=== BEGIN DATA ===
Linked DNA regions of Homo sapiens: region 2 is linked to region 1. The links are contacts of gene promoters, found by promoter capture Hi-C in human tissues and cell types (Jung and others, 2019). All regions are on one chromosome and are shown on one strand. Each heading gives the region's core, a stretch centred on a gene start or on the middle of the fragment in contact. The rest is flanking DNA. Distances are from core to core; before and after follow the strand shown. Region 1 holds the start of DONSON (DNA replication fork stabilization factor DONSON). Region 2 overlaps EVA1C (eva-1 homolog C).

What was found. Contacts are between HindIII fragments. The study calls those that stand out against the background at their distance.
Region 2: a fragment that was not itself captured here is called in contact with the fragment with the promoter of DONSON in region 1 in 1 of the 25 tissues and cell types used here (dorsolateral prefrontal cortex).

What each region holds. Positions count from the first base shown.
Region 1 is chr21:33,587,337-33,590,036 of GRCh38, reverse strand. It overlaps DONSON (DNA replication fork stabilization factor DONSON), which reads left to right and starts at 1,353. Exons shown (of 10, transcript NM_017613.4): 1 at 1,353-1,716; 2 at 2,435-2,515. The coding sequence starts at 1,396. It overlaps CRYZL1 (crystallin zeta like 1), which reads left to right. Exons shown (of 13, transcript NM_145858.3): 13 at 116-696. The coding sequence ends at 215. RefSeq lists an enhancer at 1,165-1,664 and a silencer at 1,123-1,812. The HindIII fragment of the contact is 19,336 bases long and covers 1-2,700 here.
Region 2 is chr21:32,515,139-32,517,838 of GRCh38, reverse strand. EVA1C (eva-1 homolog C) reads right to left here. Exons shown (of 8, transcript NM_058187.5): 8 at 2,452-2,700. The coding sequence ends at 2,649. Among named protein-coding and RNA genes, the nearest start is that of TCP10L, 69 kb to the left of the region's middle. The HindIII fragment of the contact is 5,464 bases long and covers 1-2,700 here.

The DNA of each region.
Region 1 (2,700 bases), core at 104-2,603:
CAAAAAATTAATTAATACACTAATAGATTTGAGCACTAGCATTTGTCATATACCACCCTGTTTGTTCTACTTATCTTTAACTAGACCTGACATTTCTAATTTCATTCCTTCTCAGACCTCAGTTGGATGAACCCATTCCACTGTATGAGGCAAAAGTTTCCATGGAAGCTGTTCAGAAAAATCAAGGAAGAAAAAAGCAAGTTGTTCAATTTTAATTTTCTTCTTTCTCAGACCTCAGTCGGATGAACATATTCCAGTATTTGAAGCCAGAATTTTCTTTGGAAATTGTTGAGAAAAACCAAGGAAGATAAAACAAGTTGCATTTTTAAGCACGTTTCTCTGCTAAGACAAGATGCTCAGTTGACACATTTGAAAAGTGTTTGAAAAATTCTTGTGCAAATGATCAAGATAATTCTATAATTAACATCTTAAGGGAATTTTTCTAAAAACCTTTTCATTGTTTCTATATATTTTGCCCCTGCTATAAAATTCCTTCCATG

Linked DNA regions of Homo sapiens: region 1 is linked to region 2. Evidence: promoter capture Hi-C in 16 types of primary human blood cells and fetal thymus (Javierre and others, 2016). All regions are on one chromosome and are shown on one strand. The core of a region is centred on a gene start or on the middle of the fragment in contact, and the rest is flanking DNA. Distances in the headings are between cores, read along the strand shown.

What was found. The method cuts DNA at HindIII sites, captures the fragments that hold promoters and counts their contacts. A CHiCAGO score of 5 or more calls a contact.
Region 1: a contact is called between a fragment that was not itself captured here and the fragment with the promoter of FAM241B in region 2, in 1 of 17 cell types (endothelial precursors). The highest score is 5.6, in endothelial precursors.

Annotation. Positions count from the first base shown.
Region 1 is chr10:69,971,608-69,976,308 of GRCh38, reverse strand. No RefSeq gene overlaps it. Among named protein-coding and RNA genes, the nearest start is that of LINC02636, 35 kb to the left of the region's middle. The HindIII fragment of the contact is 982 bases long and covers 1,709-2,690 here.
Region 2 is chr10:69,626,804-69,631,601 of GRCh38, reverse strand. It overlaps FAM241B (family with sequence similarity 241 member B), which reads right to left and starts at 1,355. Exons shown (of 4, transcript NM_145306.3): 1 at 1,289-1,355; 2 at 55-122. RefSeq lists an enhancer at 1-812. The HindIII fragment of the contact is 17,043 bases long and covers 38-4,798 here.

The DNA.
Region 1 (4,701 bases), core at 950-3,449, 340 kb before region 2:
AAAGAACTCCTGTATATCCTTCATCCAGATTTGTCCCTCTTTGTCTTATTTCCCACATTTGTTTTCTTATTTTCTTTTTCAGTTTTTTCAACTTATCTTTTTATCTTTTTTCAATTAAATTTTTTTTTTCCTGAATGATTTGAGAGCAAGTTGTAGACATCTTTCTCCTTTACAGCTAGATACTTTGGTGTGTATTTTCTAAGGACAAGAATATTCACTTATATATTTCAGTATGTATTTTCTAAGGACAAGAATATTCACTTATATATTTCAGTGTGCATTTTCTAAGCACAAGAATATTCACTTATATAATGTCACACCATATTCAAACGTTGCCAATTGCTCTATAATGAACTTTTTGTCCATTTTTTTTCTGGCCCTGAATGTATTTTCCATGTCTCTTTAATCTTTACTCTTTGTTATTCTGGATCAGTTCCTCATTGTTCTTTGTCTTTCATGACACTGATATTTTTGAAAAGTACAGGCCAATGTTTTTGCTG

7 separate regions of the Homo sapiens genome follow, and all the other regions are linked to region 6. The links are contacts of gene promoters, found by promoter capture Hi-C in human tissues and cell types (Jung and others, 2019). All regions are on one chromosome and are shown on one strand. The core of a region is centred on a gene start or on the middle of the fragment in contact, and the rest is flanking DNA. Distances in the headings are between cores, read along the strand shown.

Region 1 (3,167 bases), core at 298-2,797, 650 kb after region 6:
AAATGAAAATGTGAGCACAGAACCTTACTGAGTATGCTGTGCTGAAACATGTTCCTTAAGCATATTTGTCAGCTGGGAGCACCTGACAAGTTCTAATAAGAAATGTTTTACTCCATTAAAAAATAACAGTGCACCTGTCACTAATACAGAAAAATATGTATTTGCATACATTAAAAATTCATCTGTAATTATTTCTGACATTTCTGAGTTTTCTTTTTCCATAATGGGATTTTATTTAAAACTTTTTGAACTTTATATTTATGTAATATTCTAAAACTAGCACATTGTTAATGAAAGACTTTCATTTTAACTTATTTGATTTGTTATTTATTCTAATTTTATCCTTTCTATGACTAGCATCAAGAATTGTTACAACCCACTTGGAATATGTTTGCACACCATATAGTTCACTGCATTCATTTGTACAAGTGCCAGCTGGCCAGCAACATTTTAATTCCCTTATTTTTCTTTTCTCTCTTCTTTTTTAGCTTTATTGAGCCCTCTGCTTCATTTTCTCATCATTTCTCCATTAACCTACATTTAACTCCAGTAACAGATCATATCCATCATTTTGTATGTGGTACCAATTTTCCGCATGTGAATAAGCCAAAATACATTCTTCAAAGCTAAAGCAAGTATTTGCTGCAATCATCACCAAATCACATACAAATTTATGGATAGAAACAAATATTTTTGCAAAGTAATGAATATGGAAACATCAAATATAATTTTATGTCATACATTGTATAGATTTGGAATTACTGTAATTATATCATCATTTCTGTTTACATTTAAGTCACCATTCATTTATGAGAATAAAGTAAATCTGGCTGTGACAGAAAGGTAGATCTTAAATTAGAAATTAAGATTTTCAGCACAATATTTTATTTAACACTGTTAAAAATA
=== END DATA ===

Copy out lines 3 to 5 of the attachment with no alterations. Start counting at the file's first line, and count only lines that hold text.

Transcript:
Region 2: a fragment that was not itself captured here is called in contact with the fragment with the promoter of DONSON in region 1 in 1 of the 25 tissues and cell types used here (dorsolateral prefrontal cortex).

What each region holds. Positions count from the first base shown.
Region 1 is chr21:33,587,337-33,590,036 of GRCh38, reverse strand. It overlaps DONSON (DNA replication fork stabilization factor DONSON), which reads left to right and starts at 1,353. Exons shown (of 10, transcript NM_017613.4): 1 at 1,353-1,716; 2 at 2,435-2,515. The coding sequence starts at 1,396. It overlaps CRYZL1 (crystallin zeta like 1), which reads left to right. Exons shown (of 13, transcript NM_145858.3): 13 at 116-696. The coding sequence ends at 215. RefSeq lists an enhancer at 1,165-1,664 and a silencer at 1,123-1,812. The HindIII fragment of the contact is 19,336 bases long and covers 1-2,700 here.